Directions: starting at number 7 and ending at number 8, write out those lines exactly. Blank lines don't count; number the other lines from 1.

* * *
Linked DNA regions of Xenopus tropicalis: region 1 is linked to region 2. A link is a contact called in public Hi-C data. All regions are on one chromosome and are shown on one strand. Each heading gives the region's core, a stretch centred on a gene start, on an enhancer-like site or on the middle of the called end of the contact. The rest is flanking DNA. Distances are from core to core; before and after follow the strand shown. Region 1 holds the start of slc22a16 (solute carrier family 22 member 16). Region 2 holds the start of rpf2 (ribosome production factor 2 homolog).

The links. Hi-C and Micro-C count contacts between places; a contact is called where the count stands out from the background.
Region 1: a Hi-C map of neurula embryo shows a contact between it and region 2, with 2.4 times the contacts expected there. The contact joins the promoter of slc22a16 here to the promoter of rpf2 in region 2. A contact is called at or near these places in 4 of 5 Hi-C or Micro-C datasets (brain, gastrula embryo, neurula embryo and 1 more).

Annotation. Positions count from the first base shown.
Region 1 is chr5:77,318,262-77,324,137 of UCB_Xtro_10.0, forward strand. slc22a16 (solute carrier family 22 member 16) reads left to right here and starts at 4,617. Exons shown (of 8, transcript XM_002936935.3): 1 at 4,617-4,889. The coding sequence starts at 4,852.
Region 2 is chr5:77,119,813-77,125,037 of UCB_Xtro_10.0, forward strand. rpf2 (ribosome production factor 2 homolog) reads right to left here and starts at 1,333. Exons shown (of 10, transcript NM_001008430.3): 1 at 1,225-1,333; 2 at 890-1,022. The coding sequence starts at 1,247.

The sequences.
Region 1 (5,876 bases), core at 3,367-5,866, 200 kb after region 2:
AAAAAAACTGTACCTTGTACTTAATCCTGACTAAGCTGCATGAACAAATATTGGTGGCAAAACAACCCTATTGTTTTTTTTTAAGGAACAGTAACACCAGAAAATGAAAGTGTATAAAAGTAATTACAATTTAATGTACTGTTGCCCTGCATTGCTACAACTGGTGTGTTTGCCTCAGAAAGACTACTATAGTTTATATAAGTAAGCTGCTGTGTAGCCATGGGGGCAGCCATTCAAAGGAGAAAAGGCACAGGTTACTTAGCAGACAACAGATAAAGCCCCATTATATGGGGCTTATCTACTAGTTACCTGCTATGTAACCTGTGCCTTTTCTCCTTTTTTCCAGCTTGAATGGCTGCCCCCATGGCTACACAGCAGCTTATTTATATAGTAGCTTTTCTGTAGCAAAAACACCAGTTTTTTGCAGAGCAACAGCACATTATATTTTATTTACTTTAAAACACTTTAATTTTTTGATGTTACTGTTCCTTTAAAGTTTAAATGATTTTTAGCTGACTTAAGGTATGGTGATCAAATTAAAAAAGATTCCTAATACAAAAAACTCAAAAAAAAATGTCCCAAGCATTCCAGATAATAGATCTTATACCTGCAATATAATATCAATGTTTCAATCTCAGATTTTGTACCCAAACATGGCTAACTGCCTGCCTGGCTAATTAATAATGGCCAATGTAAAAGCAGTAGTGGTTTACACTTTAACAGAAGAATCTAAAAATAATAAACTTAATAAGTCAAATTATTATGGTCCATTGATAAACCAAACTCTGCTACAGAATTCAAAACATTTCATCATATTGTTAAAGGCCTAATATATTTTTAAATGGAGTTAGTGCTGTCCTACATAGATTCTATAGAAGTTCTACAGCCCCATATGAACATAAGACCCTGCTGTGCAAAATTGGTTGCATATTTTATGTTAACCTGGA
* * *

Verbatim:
The sequences.
Region 1 (5,876 bases), core at 3,367-5,866, 200 kb after region 2: